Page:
Engine, 0-60mph and gearbox
We reckon the entry-level 138bhp 1.3-litre petrol (badged DiG-T 140)engine is the best choice for most buyers. Outright acceleration is brisk enough, but it is this engine’s flexibility – the ease with which you can build speed from low revs in any given gear – that really impresses. It’s so good that the 158bhp DiG-T 160 version of the same 1.3-litre engine doesn’t seem worth the extra outlay. That is, unless you tow a caravan; the extra oomph could prove useful. You’ll also need to choose the more powerful engine if you want an automatic gearbox – you can’t have one with the 138bhp version.
The 113bhp 1.5-litre diesel (badged dCi 115) is worth a look if you’re a high-mileage driver. It isn’t particularly quick but delivers its power smoothly. It’s also pretty gutsy from low revs, so it never feels frustratingly tardy. The 148bhp 1.7 dCi 150 tops the diesel range and is the only variant available with four-wheel drive. It's certainly punchier than the 1.5, but needs working harder than similarly powerful 2.0-litre diesels in rivals such as the Skoda Karoq; something to bear in mind if you want extra flexibility for towing.
Suspension and ride comfort
Qashqai ride quality depends a lot on the size of the wheels fitted. On the smallest 17in rims – standard on Visia and Acenta Premium models and optional on the posher trims – all is reasonably smooth. Road scars and potholes are dealt with adroitly in town and things stay neatly controlled at motorway speeds; it’s certainly a more supple ride than you’ll experience in the Seat Ateca, but the rival Skoda Karoq is an even more comfortable.
Move up to 18in wheels (standard with big-selling N-Connecta trim), though, and ride quality suffers. Thus-equipped, the Qashqai jostles you around on imperfect roads and isn’t especially settled on the motorway, either – even compared with the sportier Ateca.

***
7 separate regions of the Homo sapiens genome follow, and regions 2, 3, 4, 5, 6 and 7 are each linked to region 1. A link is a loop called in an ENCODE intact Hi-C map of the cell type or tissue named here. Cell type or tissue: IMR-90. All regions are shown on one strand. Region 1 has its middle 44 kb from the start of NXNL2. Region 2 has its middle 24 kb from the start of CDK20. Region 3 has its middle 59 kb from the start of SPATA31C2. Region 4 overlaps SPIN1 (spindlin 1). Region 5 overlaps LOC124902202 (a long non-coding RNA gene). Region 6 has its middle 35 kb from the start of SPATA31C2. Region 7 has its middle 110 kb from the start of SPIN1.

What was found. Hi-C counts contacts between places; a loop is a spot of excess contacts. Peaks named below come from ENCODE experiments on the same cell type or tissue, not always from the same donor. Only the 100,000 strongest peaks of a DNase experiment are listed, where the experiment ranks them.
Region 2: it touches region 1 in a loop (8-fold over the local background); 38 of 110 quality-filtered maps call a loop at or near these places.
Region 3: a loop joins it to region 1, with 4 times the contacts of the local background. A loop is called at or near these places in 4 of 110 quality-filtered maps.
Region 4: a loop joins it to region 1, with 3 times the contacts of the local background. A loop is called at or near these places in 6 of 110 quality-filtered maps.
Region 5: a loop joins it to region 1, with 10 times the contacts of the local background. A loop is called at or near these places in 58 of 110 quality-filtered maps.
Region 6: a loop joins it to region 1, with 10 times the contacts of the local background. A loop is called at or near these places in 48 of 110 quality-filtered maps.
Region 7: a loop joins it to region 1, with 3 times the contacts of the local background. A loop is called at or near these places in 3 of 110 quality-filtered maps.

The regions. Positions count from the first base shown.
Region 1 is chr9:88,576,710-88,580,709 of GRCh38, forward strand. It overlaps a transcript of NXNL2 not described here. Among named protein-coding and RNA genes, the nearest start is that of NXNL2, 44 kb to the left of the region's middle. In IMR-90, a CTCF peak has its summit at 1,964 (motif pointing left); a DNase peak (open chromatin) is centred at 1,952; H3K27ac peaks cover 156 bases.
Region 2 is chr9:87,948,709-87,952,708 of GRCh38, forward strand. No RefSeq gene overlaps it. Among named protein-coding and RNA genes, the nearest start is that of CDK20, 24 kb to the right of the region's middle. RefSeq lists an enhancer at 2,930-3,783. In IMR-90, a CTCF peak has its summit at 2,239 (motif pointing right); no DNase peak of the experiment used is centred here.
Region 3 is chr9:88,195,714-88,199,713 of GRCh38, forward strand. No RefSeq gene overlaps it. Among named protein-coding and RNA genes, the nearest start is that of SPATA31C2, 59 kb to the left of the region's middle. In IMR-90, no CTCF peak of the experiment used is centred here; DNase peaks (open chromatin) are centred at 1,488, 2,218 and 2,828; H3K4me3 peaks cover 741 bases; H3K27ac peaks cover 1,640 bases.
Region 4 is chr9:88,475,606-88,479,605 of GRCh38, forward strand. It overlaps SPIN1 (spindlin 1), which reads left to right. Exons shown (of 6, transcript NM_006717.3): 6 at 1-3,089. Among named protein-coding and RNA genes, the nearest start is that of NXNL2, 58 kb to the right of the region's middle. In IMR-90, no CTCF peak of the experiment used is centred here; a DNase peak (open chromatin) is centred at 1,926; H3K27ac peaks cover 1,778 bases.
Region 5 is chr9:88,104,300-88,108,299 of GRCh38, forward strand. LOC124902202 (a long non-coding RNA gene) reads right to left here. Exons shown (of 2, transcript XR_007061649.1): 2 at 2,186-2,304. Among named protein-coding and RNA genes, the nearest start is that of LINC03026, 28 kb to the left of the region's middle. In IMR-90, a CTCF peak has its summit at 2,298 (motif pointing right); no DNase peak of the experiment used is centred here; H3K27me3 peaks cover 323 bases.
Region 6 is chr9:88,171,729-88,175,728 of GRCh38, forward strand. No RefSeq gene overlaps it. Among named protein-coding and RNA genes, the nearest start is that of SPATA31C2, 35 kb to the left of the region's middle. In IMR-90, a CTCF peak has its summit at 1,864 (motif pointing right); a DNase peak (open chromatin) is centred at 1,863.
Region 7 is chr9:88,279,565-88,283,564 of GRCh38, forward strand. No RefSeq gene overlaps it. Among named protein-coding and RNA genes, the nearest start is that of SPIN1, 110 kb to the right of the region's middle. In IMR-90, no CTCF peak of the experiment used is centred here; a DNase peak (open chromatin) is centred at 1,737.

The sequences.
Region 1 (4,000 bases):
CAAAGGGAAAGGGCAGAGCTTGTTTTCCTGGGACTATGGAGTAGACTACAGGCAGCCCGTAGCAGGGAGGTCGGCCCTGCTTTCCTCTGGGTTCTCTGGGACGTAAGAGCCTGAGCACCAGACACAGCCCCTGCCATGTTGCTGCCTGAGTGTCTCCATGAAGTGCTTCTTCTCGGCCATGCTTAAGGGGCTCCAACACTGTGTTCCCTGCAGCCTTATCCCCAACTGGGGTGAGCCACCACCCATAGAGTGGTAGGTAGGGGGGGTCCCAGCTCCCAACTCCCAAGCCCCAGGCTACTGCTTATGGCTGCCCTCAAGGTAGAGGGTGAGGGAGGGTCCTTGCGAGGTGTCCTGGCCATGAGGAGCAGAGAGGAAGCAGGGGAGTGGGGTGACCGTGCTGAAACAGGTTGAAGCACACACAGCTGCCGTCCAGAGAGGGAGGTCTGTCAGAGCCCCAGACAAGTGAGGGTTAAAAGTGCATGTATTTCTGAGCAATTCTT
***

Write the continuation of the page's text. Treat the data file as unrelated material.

A real word of warning, though: the ride is too firm and unsettled if you go for a Tekna model with its standard 19in wheels – we’d avoid these at all costs.
You might not expect a family SUV to handle particularly well, but there are cars in this class that do – namely the Seat Ateca and Skoda Karoq. The Qashqai is a bit softer by comparison, with plenty of body lean in bends and slightly vague steering that doesn’t communicate about the grip that's available, making it less fun for keen drivers.
That said, for everyone else, the Qashqai is safe and secure along a twisting country road, thanks to plenty of grip. It’s also light and easy to manage in town.
As we mentioned earlier, if you want the extra traction of four-wheel drive, you’ll have to order the 1.7-litre diesel, but we're yet to try this combination.
Noise and vibration
The 138bhp 1.3 petrol is a tad gravelly at low revs, but is still smoother and quieter overall than the equivalent engines in the rival Skoda Karoq and Seat Ateca. The 1.5-litre diesel, meanwhile, is remarkably hushed – even when you’re working it hard. As for the 1.7-litre diesel, it sounds quite clattery around town and when accelerating, but is at least impressively quiet when cruising on the motorway. However, it can't match its little brother for refinement, nor can it equal the 2.0-litre 148bhp diesel found in the Karoq and Seat Ateca .
Whichever engine you choose, there’s plenty of suspension noise to spoil the peace along rough roads. Opt for 18in or larger wheels and the Qashqai also generates noticeable tyre roar at higher speeds, such as when on the motorway. Overall, it isn’t as peaceful a cruising companion as the best cars in this class.
The dual-clutch auto ’box that’s available on the higher-powered petrol Qashqai is a little jerky at slow speeds, but changes very smoothly up and down through the gears once you're rolling.